The China challenge and the prospect of two live borders with collusive neighbours have led to India reaching out more enthusiastically for the Quadrilateral Security Dialogue with the US, Japan and Australia. The Quad’s collective heft, New Delhi hopes, will geopolitically address the military imbalance it faces on its vast mountainous frontier with China. It will also buy India time to accelerate its own military infrastructure along the border.
Washington also remains New Delhi’s most important security partner and one of its largest suppliers of military hardware. Interestingly, though, US President Joe Biden’s ratings among MOTN respondents dipped by 10 percentage points in the past eight months. In January, 52 per cent believed he was good for India; this month, only 42 per cent believe so. This may be because Prime Minister Narendra Modi and Biden have not met in person yet or made any significant announcements.
These developments are playing out even as border talks with Beijing yield slow and fruitful results. In May 2020, Indian and Chinese troops were eyeballing each other at five points along the Line of Actual Control (LAC), culminating in a deadly clash in the Galwan Valley on June 15, which led to loss of life on both sides. After a nine-month standoff, both sides pulled back from the north and south banks of Pangong Tso in February 2021. After the 12th round of commander-level talks on July 31 this year, both armies withdrew from the Gogra post area by August 5. They are now eyeballing each other only in one spot—the Hot Springs area of eastern Ladakh. China’s People’s Liberation Army preventing the Indian army from patrolling large parts of the Depsang Plains, bordering Aksai Chin, remains another unresolved issue.
Of the MOTN respondents, 78 per cent feel the government has handled the border intrusions with China either very well or satisfactorily. This is higher than the 59 per cent in January, who had said that India had given a befitting reply to China.
Military analysts see these withdrawals as being part of three ‘Ds’—‘Disengagement’ or stepping back from key conflict spots; ‘De-escalation’ or thinning down troops in the region; and ‘Demilitarisation’, which means pulling them out of the theatre altogether and restoring the ground position as it was in eastern Ladakh before May 2020. This last step will be the ultimate proof of this process, whether both sides will withdraw their troop, tanks and infantry. China’s May 2020 aggression has cast a cloud on New Delhi’s ties with Beijing. China insists it is business as usual. New Delhi says it is anything but.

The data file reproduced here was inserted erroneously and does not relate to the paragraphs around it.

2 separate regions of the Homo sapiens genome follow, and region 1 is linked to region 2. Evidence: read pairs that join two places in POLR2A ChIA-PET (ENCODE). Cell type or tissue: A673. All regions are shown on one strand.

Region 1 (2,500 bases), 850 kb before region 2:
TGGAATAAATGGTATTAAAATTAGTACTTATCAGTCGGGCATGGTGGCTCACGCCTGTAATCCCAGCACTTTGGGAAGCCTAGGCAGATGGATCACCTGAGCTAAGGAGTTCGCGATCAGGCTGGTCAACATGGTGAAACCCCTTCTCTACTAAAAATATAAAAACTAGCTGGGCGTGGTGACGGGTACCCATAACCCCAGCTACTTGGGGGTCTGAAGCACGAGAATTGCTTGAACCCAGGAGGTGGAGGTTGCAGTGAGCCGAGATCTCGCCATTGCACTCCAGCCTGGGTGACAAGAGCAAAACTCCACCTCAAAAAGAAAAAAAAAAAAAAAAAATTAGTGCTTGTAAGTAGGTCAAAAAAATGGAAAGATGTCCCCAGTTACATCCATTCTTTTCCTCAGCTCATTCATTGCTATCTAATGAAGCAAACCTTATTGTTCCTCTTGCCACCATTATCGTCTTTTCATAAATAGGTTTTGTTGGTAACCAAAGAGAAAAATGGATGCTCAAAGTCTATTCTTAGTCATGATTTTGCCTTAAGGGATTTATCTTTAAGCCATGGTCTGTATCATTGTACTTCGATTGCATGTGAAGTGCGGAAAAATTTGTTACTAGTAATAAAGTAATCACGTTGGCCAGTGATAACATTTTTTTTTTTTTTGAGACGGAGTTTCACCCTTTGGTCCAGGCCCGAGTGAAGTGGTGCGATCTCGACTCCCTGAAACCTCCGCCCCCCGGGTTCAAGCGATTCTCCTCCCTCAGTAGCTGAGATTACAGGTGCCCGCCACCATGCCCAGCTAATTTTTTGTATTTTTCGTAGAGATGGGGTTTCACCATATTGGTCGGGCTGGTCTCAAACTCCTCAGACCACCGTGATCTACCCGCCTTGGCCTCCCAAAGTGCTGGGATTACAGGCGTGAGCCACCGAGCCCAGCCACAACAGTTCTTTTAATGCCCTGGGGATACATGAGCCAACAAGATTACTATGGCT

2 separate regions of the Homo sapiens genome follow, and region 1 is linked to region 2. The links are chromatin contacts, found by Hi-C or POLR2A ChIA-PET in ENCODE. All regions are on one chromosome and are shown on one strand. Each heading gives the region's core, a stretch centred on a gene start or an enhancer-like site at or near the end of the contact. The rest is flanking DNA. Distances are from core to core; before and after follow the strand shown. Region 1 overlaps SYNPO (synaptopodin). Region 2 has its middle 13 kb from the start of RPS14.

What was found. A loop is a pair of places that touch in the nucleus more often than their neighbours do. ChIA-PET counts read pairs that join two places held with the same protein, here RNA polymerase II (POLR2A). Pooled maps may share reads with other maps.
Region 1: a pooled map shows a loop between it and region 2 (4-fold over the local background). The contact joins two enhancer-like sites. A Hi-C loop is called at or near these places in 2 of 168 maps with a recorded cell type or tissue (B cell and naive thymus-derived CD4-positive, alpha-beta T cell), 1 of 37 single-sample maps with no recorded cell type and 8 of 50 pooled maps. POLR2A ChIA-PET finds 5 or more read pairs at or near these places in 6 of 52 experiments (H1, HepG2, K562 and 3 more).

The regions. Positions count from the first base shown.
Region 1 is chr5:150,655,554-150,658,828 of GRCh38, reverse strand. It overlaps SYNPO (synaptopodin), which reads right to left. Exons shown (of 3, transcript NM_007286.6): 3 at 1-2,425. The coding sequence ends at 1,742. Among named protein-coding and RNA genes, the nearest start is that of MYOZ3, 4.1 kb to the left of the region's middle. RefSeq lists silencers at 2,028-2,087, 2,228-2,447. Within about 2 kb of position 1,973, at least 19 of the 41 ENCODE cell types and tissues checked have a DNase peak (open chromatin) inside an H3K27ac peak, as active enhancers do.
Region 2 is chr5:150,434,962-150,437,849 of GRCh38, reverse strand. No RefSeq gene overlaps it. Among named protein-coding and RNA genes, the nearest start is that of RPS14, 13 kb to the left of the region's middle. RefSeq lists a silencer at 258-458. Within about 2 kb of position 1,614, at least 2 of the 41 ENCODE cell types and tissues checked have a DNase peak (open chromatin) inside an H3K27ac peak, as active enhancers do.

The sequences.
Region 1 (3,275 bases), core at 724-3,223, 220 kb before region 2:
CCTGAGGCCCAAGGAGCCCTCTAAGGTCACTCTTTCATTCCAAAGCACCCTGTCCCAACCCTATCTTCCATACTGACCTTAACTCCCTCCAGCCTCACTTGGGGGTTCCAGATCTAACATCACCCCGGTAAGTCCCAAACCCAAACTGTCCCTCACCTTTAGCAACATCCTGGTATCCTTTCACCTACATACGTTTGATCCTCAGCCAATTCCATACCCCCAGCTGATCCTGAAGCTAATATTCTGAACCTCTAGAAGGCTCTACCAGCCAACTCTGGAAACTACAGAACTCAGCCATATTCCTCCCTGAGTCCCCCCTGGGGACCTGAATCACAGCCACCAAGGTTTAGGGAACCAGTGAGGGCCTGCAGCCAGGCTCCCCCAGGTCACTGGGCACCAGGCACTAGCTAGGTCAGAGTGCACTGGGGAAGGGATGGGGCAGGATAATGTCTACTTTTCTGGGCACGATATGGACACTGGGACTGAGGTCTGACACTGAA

The impact of these incidents on the overall boundary issue between the two countries is yet to be gauged. Special Representatives of both sides have addressed the issue of settling the 3,448-km-long boundary dispute since the 1990s. The two countries have yet to even agree on what constitutes the LAC.
Despite its rapidly diminishing international clout and its focus on a post-US withdrawal Afghanistan, Islamabad retains the ability to stir trouble in Jammu & Kashmir using terrorist non-state actors. Leaders of India and Pakistan have not met for nearly six years since Modi met his Pakistani counterpart Nawaz Sharif in Islamabad in 2015. In 2019, a terrorist attack on a CRPF convoy in Pulwama, that killed 40 troopers, saw India despatching IAF jets to attack a terrorist training camp in mainland Pakistan. Seen from Islamabad’s perspective, India’s August 2019 abolition of J&K’s special status marks the lowest point in ties. India wants Pakistan to abandon the use of terrorism as an instrument of state policy before it can resume dialogue. Forty-five per cent of MOTN respondents favour a dialogue with Pakistan if Islamabad takes action against terrorism—a three percentage point dip from January. Public opinion on its foreign policy issues, clearly, is not one of the government’s worries.